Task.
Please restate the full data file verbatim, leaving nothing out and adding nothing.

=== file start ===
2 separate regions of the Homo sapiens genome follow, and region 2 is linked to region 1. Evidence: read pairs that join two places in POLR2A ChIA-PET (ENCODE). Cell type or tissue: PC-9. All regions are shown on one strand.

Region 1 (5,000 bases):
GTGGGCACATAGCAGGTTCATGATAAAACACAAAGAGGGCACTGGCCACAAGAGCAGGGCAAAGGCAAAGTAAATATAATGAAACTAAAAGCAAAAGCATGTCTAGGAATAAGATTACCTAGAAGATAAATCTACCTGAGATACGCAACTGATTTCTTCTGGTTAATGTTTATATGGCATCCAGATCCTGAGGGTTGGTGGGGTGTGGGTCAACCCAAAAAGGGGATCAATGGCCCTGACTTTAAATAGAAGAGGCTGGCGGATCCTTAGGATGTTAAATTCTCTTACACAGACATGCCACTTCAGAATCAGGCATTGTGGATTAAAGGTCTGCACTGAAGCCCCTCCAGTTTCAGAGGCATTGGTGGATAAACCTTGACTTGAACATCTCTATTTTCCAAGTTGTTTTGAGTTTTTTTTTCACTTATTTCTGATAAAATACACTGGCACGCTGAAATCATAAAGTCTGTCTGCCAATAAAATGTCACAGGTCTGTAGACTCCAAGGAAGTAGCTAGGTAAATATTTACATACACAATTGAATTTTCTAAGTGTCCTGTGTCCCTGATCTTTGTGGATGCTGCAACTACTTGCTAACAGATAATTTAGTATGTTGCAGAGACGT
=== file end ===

2 separate regions of the Homo sapiens genome follow, and region 2 is linked to region 1. Evidence: read pairs that join two places in POLR2A ChIA-PET (ENCODE). Cell type or tissue: PC-9. All regions are shown on one strand.

Region 1 (5,000 bases):
GTGGGCACATAGCAGGTTCATGATAAAACACAAAGAGGGCACTGGCCACAAGAGCAGGGCAAAGGCAAAGTAAATATAATGAAACTAAAAGCAAAAGCATGTCTAGGAATAAGATTACCTAGAAGATAAATCTACCTGAGATACGCAACTGATTTCTTCTGGTTAATGTTTATATGGCATCCAGATCCTGAGGGTTGGTGGGGTGTGGGTCAACCCAAAAAGGGGATCAATGGCCCTGACTTTAAATAGAAGAGGCTGGCGGATCCTTAGGATGTTAAATTCTCTTACACAGACATGCCACTTCAGAATCAGGCATTGTGGATTAAAGGTCTGCACTGAAGCCCCTCCAGTTTCAGAGGCATTGGTGGATAAACCTTGACTTGAACATCTCTATTTTCCAAGTTGTTTTGAGTTTTTTTTTCACTTATTTCTGATAAAATACACTGGCACGCTGAAATCATAAAGTCTGTCTGCCAATAAAATGTCACAGGTCTGTAGACTCCAAGGAAGTAGCTAGGTAAATATTTACATACACAATTGAATTTTCTAAGTGTCCTGTGTCCCTGATCTTTGTGGATGCTGCAACTACTTGCTAACAGATAATTTAGTATGTTGCAGAGACGT